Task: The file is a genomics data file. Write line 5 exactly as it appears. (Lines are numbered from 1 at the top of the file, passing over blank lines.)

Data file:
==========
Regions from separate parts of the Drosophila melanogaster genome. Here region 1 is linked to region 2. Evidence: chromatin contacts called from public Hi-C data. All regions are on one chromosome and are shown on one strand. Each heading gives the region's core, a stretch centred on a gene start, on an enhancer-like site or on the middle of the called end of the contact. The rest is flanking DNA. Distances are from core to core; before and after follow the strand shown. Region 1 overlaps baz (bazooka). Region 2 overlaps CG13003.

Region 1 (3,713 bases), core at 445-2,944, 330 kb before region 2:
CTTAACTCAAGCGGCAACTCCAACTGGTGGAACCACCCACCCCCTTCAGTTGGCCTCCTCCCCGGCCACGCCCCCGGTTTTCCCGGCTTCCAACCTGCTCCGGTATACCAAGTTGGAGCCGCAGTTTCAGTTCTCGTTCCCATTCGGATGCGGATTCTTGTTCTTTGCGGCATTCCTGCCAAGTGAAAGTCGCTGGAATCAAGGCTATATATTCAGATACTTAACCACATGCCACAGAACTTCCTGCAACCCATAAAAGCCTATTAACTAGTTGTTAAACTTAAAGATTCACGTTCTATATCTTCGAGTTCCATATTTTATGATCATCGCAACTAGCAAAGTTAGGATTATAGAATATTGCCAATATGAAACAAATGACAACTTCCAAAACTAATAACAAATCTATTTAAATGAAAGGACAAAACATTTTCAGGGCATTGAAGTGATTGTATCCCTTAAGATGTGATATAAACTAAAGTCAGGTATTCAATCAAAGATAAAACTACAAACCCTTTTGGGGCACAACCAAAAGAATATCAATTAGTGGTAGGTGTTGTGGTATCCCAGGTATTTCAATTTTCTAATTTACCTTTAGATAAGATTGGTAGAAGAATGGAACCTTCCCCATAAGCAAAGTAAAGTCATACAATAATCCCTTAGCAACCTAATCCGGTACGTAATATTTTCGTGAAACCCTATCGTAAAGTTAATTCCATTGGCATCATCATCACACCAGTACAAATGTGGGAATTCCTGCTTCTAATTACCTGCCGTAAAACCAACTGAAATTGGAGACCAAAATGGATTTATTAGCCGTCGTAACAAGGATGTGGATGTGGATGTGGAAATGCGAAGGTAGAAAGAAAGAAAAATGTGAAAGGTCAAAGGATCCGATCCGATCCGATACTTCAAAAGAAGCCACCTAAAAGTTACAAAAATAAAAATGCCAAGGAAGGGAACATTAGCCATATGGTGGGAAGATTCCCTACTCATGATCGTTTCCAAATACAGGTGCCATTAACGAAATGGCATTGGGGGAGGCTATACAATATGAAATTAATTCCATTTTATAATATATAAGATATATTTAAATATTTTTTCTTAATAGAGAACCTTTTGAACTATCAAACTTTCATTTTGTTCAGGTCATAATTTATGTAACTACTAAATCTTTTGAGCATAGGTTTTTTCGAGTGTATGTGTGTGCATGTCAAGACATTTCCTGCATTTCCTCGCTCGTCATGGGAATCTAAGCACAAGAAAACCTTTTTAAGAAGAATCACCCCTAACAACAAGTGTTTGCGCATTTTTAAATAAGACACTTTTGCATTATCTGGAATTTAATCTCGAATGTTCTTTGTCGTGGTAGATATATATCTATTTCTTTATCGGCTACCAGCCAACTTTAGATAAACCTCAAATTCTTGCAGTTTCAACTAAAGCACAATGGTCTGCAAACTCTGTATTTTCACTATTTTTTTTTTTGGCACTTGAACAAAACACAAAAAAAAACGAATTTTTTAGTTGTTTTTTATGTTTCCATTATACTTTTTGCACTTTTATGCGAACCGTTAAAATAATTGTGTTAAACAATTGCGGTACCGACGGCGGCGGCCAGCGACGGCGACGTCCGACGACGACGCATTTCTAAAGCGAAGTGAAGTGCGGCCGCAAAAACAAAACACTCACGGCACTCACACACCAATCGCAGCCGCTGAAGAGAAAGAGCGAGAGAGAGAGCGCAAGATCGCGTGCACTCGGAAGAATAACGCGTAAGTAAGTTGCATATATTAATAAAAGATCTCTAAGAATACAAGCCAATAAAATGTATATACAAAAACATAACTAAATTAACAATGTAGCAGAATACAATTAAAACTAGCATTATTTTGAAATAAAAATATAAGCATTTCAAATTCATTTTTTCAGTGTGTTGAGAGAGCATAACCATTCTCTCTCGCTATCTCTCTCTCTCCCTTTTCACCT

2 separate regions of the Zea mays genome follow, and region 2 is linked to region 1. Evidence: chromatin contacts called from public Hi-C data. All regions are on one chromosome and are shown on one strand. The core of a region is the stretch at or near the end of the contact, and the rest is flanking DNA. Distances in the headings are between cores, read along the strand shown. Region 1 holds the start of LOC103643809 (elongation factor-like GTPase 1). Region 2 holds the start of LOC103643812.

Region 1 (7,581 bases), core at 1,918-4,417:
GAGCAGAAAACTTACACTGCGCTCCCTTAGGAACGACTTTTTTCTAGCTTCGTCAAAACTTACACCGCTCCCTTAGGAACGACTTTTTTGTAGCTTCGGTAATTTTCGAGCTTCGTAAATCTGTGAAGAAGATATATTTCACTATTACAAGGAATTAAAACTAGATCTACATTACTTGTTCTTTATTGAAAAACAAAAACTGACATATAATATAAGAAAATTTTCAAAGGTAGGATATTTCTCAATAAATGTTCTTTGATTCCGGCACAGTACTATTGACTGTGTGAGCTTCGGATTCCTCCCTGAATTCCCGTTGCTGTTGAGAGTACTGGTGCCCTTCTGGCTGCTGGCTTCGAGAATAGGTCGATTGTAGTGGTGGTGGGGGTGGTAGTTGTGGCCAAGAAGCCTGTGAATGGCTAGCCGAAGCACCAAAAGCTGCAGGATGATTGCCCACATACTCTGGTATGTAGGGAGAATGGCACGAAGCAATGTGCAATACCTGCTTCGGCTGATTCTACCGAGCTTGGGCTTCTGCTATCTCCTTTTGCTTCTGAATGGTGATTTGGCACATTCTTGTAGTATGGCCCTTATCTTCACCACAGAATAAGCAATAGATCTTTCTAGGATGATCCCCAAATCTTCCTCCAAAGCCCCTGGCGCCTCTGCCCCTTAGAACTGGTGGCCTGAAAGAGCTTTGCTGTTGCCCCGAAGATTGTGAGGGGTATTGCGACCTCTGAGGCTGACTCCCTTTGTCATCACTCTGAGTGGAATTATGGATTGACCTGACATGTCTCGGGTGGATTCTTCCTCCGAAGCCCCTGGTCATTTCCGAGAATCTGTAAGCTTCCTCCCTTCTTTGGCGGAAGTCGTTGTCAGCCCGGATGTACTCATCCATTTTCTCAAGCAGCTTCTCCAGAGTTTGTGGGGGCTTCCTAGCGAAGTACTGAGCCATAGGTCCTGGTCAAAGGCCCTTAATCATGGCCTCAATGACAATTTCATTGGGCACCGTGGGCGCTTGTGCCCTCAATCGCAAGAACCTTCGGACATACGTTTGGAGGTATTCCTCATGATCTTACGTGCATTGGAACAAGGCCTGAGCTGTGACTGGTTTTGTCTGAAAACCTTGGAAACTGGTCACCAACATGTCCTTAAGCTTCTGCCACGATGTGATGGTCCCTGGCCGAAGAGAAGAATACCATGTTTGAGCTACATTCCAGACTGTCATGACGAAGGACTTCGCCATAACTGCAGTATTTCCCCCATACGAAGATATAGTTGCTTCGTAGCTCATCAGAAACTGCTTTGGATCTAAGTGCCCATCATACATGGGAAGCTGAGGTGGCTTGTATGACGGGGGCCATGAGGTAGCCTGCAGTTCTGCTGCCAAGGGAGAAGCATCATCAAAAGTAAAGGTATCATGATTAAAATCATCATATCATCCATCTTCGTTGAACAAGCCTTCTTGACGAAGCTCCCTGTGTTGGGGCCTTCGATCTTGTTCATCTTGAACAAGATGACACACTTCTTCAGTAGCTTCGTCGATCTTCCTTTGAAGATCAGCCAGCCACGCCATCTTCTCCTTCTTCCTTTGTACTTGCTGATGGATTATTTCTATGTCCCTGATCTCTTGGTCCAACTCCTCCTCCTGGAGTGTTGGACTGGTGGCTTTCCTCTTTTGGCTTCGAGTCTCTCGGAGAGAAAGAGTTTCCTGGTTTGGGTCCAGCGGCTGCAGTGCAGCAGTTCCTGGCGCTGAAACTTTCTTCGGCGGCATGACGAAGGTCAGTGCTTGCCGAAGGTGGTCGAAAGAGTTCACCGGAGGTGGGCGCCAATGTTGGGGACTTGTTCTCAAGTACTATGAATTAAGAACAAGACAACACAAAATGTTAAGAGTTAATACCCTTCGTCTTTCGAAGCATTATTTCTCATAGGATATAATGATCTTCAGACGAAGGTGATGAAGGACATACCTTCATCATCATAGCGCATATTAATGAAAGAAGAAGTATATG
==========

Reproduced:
Region 1 (7,581 bases), core at 1,918-4,417: